Knight Rider Style chaser lights, using basic logic chips.

KITT Style Chaser Lights

I built this project quite a few years ago, before I got more into microcontrollers.

In this project I created a KITT (from the TV show Knight Rider) style array of chaser lights using several quite basic chips to do the work. A set of scanning lights like this is also known as a “Larson Scanner”, after Glen. A. Larson (he produced Knight Rider and Battlestar Galactica).

I’ll follow up to this blog post later by creating the same results using a much simpler hardware setup with a bit of firmware to do the magic.

Kitt Style Chaser Lights (remember Knight Rider?)


Here are the instructions on how to create this circuit:

I built this circuit to light up LEDs in a way similar to what KITT from the Knight Rider series did (also known as LED chaser lights). This is of course a simplified back-and-forth version which doesn’t do all of the patterns KITT did, but it’s a nice project nonetheless.

Anyhow, I hope you enjoy this circuit and the explanation thereof. I don’t have a proper schematic drawn out, but you can click on the picture to get a large image that will help you replicate the circuit for yourself.

You can zoom right in to see all the details of the connections, and it also clearly shows the labels for all of the chips.



Here are the notes I made regarding building the circuit:

KITT Chaser lights

* For wire hookup details, refer to the picture.

* I’m using 5 volts on my breadboard, as that’s the requirement for the LS series of chips.

We have 16 LEDs, lit up one at a time, going back and forth on the row. It starts with LEDs lighting one after the other until it gets to the end, at which point it reverses direction – like the lights on KITT on Knight Rider.

To do this, I used the following chips:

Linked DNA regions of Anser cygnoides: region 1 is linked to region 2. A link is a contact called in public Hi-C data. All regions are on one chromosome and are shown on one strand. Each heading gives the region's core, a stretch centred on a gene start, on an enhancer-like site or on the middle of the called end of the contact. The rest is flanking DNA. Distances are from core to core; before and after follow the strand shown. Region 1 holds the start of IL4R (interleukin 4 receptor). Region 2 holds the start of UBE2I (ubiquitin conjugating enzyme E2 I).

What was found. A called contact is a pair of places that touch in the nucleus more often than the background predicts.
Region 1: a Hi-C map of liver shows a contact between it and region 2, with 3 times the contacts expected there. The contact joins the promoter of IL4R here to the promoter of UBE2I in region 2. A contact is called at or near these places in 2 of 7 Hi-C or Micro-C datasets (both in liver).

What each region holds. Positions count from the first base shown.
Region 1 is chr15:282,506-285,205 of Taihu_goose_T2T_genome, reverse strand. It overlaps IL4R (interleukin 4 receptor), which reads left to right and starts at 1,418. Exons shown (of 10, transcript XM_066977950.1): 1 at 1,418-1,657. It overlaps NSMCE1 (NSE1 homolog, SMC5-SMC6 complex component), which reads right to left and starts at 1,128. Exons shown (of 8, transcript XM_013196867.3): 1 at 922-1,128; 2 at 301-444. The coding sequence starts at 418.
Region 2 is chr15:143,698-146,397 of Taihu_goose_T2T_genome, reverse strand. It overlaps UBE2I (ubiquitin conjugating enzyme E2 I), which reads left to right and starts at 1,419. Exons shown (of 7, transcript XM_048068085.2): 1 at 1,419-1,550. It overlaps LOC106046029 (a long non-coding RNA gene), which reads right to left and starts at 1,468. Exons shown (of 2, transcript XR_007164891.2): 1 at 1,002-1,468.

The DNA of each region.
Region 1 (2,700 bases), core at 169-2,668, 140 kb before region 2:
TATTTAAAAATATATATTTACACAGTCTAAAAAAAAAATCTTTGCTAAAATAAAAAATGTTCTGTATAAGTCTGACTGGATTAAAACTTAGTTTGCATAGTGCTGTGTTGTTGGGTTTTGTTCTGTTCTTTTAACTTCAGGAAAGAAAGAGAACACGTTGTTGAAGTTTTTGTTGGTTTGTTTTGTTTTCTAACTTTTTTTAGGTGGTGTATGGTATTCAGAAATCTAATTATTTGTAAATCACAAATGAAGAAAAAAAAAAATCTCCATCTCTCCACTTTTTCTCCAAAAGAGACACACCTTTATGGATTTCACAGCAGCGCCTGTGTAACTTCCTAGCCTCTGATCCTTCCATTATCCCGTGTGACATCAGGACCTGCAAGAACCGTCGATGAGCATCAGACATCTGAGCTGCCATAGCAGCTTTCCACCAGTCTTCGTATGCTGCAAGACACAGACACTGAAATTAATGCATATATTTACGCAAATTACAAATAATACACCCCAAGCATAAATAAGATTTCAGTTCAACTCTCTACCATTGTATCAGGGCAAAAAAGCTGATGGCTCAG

* one 4-bit counter chip (74LS193) which has up/down counting ability in the range of 1-16, and gives a binary output.

* two 3-to-8 line decoders (74HCT138) – these chips convert binary input into a single line output.

* one NE556 timer chip – this chip is the equivalent of two 555 timers. I used one for the timer, and the other for a flip-flop (one bit of memory)

* one 74LS00 quad nand-gate chip. I used 2 of the gates to determine which counter of the 74LS193 to give the clock input to, one gate as a not-gate to invert the flip-flop output, and one gate as a not-gate to invert the high-bit (bit 4, aka “8”) of the output of the 74LS193 counter chip.

In addition to the chips, I used these parts:

16 LEDs (I think they need around 2 to 3 volts)

1 360 ohm resistor – inline with the + side of the LEDs to reduce the 5 volt board voltage down to the LED required voltage.

2 10k ohm resistors – used to turn one 555 timer into a flip-flop (1 bit of memory)

1 1k ohm resistor – for R1 of the timer

1 2k ohm variable resistor (trim pot) – I hooked up one outer and the middle pin as R2 of the timer,

to allow adustment of clock speed

1 103 capacitor on the control of the timer to avoid electrical noise caused by the timer

1 10 uF capacitor for clock speed control on the timer (C1)

How it works:

Counter chip (74LS193) outputs for 1,2, and 4 are connected to both decoder chips (74HCT138).

Counter chip output for 8 is connected to one decoder chip’s enable pin. The same output also goes to one of the nand-gates on chip 74LS00, is inverted (not gate), and that connects to the other decoder chip’s enable pin.

The outputs of the decoder chips are hooked up to the -‘ve of the 16 individual LEDs.

The +’ve of the 16 LEDs are all linked together, and hooked to +5V using the 360 ohm resistor. Since only one light is on at a time, only one resistor is required.

One side of the NE556 timer chip is set up using the regular 555 timer instructions, which I think can be found on the 555 or 556 timer spec sheets, but is otherwise easily found online. In my case, the 10 uF cap, coupled with the 1k resistor and 2k variable resistor gives me the right range of speeds I want for the chaser lights. The 103 capacitor is just to reduce electrical noise caused by the timer.

Now if you were to hook up the timer to the up-counter of the counter chip, the lights would light in sequence from start to finish, and then from start to finish again, and so on.

To make the lights reverse direction we need the flip flop, one nand-gate as an inverter (not gate), and two nand-gates used as nand gates.

The flip-flop is created from the second 555 timer on the NE556 chip using the 2 10k resistors. The set and reset of the flip-flop are connected to the first and last of the LEDs. The output of the flip-flop goes to one nand-gate used as a not-gate, giving us the regular and inverted output as a normal flip-flop has. The regular flip-flop output goes into one nand-gate, whereas the inverted output goes into the last nand-gate left on the nand-chip. The other inputs of the nand-gates are both connected to the 555 timer output, ie the clock.